Bridges - Dialogues Towards a Culture of Peace

V: Film-Making and Peace-Building

Internationally famed film director Oliver Stone delivered the fifth keynote speech at the University of Cambodia on January 27, 2010, as part of the ongoing six month program of the current Bridges Dialogues. He was conferred an honorary doctorate in Arts and Humanities by H.E. Dr. Kao Kim Hourn (President of UC and Secretary of State for the Ministry of Foreign Affairs and International Cooperation) in recognition of his contribution to cinematography.

Directing his attention to the students in the audience, Mr. Stone’s motivational speech focused on history and people’s perception of it, as well as the connection to peace and education. In his opening, he revealed a strong connection to Southeast Asia and referenced his earlier years of teaching in South Vietnam and serving in the Vietnam War, experiences which changed his life as he described, “[It]. . .gave me a sense not only of a huge amount of destruction and darkness, but at the same time a tremendous sense of regeneration and fertility.”

Mr. Stone admitted that, after the wars and devastation, he never expected Vietnam and Cambodia to rebuild as well as the two countries have, and expressed optimism that Southeast Asian people can learn from and move forward after these events, citing the abundance of universities and young people who desire to learn in Cambodia as one example
of progress.

History has not only influenced much of his work, as Mr. Stone noted, but also has important learning lessons for people and

“It is an amazing thing, the power of the people.”
oliver stone,
famed film director

countries today. He compared current world leaders and their nations with historical leaders and empires that rose to power and eventually fell, critiquing the United States as a country that grew “in the name of freedom and democracy” to become a country that has begun to “oppress those who were seeking the same things in their own countries.” As sheer economic or physical force cannot sustain dominance, Mr. Stone points to the American Establishment’s arrogance as the cause for countries around the world uniting against the United States, a situation that may have been avoided by studying lessons from history.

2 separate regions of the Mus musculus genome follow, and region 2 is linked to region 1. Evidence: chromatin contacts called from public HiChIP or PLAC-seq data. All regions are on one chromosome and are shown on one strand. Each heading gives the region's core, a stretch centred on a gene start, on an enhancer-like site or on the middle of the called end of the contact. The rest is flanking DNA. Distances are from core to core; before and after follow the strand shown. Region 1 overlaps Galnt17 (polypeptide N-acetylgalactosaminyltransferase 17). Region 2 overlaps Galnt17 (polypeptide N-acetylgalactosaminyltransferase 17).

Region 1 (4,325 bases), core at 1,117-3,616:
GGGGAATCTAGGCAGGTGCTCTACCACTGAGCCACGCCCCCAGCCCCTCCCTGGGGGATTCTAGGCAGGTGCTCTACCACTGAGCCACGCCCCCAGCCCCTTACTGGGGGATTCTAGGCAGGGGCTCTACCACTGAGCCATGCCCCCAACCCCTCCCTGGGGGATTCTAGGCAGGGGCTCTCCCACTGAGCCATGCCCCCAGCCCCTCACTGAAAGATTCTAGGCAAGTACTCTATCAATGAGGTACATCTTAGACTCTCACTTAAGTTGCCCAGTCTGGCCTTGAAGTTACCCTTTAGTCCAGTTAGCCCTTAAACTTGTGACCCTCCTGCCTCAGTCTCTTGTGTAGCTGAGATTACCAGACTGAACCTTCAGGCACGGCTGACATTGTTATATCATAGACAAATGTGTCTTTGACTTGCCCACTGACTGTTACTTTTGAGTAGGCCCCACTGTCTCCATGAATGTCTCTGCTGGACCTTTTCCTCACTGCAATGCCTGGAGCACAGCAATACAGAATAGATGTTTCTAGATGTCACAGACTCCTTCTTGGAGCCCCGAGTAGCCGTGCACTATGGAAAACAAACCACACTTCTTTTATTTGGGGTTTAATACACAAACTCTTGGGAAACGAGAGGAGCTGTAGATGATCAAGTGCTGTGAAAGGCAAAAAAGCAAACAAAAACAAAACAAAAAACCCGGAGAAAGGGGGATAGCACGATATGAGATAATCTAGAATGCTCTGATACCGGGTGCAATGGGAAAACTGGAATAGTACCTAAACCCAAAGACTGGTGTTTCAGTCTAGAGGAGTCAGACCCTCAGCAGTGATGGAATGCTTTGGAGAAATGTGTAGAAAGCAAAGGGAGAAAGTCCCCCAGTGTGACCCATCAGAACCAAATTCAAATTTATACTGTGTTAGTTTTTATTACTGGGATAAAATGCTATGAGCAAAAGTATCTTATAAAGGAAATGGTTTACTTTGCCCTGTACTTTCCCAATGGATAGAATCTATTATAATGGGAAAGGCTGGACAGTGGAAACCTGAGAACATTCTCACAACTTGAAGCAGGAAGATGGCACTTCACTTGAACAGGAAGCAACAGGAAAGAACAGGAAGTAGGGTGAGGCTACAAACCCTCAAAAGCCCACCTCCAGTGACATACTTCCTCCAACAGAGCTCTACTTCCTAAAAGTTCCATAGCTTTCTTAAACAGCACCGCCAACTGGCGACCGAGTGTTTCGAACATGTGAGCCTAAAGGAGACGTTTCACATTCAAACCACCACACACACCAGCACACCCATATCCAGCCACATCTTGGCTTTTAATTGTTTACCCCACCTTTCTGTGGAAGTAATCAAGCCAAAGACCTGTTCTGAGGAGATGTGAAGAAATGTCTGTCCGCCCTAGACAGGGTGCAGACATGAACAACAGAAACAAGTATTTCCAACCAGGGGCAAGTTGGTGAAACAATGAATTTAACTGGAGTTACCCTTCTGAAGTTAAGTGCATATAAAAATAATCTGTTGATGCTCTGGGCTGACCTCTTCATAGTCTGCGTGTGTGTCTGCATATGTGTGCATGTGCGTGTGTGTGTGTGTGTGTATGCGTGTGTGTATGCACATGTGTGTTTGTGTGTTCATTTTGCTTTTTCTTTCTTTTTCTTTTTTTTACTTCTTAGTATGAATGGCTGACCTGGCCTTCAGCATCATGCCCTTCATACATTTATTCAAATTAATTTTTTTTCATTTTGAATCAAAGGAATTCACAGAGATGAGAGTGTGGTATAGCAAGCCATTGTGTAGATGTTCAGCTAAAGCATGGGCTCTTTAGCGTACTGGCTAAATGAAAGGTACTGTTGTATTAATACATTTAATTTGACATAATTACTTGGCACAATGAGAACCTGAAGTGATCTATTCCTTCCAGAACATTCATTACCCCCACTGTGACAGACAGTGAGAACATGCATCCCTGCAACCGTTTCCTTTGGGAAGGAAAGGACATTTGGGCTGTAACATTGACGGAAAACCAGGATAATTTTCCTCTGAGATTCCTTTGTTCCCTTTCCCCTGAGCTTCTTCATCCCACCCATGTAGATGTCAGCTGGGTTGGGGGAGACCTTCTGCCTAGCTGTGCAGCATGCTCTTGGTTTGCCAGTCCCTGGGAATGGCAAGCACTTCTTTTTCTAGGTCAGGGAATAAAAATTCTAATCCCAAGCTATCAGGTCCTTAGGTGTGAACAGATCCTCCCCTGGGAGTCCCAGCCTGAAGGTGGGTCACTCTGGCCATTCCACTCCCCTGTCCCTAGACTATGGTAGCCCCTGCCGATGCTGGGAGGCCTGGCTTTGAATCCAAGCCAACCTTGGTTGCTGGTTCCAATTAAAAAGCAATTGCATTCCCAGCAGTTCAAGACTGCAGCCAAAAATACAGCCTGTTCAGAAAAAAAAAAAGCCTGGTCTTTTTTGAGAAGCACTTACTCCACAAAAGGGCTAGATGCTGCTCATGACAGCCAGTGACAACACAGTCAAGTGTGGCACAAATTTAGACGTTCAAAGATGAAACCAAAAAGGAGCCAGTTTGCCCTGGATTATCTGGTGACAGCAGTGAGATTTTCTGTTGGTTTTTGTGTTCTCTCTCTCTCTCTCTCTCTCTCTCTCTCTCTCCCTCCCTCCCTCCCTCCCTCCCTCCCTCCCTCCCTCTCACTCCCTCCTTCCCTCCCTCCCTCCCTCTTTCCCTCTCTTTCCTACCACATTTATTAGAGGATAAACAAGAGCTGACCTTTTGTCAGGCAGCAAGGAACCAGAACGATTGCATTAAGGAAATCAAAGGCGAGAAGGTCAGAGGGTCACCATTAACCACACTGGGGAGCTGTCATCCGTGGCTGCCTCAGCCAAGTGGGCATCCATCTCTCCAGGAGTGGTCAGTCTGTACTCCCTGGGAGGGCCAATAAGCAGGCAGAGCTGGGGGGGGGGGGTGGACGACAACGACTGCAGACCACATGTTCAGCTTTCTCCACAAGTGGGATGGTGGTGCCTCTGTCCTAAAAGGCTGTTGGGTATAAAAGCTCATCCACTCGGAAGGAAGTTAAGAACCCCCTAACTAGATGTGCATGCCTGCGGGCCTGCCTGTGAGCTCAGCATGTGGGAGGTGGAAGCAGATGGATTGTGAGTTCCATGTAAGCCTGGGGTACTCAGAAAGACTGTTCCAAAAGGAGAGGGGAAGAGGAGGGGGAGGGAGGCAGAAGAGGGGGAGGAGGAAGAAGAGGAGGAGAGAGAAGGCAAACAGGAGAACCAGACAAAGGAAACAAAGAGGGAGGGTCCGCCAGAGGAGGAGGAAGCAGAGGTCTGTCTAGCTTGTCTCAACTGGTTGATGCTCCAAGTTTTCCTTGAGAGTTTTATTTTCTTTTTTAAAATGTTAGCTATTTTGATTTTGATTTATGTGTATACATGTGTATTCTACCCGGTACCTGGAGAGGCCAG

“Read history to know humanity and to, above all, remember the past,” he encouraged the audience.

Acknowledging that achieving peace is not easy or cheap, Mr. Stone turned his attention to his next major point and stated, “Peace is truly the result of struggle, and war is the result of the failure of a struggling peace. Most importantly, it is a struggle inside yourself that will make for you your own peace.” His words resonated with audience members. Even decades after that struggle for peace, Cambodians--young and old--continue to experience its harsh consequences but, as Mr. Stone pointed out earlier, are resolute in moving forward.

Mr. Stone continued with a beautiful message advocating for everyone to take personal responsibility for promoting peace: